Losing Red, the wonderful human being with whom I shared the last quarter century, has made me even more so. Hers was a peaceful death — or as peaceful a death as a horrible disease can offer — but the loss has helped me understand, in a way I hadn’t quite grasped before, just how devastating and complete death is. To cause the premature death of another human being, deliberately, is nothing short of insane.

I have written often of my admiration for Mohandas Gandhi, Martin Luther King Jr., and Jesus the Christ, with regard to their commitment to nonviolent solutions. 

“Love your enemies, do good to those who hate you, bless those who curse you, pray for those who mistreat you,” Jesus said. “If someone strikes you on one cheek, turn to him the other also. And if someone takes your cloak, do not withhold your tunic as well.” That’s hard advice to swallow, but it’s more likely to turn an enemy into a friend someday than killing that enemy and as many of his friends as you can.

And then there’s puppies. Do I really need to say more? There are dozens if not hundreds of writings and memes about how if you want to learn about unconditional love, pay attention to your puppy. The bond between puppy and human is one of the greatest examples to follow about how to love.

I was going to write “One of the greatest examples to follow about how to love your neighbor,” but a puppy can get pretty feisty if a neighbor or other stranger is perceived as a threat to those she loves. In the absence of a threat, though, there’s nothing like puppy love. If turning the other cheek doesn’t work, try handing your enemy a puppy. 

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UPDATE: So many people were supportive yesterday that I thought I’d do this for awhile. For Tuesday: “Write one thank-you note.” Done. “Write one paragraph of Jeep.” Done. “Write one paragraph of (other unannounced work in progress).” Done. I suspect pretty soon I’ll be regularly exceeding those daily minimums.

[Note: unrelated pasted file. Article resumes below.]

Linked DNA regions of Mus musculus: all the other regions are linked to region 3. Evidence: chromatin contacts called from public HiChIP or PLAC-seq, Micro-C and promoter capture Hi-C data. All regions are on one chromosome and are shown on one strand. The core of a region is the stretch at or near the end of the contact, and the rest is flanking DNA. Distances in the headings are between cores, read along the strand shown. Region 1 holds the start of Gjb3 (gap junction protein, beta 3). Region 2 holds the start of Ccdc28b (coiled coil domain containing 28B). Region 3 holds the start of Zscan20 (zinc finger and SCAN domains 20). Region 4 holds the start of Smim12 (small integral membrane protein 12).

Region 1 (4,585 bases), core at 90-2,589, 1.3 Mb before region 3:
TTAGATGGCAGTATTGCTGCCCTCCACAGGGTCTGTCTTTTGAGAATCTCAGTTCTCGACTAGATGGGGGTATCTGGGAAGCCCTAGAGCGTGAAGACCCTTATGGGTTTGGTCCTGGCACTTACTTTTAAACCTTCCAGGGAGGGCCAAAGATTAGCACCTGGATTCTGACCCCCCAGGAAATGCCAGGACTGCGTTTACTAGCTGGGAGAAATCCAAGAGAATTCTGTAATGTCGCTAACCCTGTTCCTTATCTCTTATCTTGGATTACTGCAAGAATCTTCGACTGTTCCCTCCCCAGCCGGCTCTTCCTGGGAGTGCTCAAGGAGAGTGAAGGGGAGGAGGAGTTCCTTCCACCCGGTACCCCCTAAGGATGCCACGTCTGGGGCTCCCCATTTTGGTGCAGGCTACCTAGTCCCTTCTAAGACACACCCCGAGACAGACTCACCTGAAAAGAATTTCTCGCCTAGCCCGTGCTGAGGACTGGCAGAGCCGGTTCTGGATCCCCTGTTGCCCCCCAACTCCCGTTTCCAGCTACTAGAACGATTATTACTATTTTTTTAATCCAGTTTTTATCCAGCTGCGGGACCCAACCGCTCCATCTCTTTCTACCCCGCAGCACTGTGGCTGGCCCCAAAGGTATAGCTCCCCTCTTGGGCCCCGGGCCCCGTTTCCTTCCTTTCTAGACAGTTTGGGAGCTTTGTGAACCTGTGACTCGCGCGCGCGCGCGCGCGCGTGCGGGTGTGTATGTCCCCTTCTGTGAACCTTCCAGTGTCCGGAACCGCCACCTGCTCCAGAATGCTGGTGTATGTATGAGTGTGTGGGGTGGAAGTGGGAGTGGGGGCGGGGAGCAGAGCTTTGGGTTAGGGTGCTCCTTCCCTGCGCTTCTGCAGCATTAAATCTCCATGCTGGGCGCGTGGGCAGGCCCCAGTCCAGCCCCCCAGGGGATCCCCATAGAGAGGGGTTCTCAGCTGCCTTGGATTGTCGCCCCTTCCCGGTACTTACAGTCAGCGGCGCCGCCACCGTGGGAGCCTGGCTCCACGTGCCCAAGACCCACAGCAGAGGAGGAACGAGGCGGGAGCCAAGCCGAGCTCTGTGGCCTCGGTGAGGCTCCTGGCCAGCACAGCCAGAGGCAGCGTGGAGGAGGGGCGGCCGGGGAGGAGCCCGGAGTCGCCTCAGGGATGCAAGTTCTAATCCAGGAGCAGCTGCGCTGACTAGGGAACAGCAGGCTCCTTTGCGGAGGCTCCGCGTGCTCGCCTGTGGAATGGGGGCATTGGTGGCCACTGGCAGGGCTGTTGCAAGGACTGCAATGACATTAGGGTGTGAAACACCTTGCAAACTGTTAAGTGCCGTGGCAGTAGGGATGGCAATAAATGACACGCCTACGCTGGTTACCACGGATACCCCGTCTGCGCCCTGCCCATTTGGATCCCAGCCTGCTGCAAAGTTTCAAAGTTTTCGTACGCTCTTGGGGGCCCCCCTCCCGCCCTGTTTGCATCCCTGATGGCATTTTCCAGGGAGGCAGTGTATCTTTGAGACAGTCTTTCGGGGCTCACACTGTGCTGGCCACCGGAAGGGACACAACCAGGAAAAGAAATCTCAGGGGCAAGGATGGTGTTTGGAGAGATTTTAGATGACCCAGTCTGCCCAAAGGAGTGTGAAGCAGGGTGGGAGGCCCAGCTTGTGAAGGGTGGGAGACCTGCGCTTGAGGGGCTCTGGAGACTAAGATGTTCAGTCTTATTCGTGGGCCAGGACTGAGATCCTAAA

Farewell to Blackberry

Blackberry had always cried in the night, but the caterwauling was even more plaintiff the last few days, and when she skipped her meal Thursday night, I knew my 16-year-old cat was not long for this world. The first thing I heard Friday morning was an all-too-familiar moaning; I have lost cats before.

She was lying next to the water dish; I began to stroke her as gently as I could, and as if she had been waiting for me to wake up and say goodbye, she passed quietly a few minutes later.

Just after the Independence Day holiday in July 2007, I turned onto the Highway 41 on-ramp near our home and almost immediately a tiny black streak shot across the road.

“That was a kitten,” I said to myself, and I pulled to the side of the ramp.

“Home!” cried a little voice from the brush. “Home! Home!” The tiny cat poked her face out at me looking hopeful. 

We had six cats at home, so of course I was going to rescue this one. I took her home — I was very late to work that day — and called Red to let her know we were up to seven. We agreed that we would look for a permanent home — who keeps seven cats?!?! — but the fact that Number 7 was still around until Friday morning tells you how well that worked. I almost called her E.T. because of the way she kept crying “Home!” but Red overruled me and dubbed her Blackberry.

I had had at least one cat in the house constantly since 1979, so it’s weirdly quiet around here with only two golden retrievers to keep me company. Blackberry was not the most affectionate cat ever, at least not to humans. She loved walking up to a dog and licking them around the eyes and nose. And the dogs seemed to love it, too.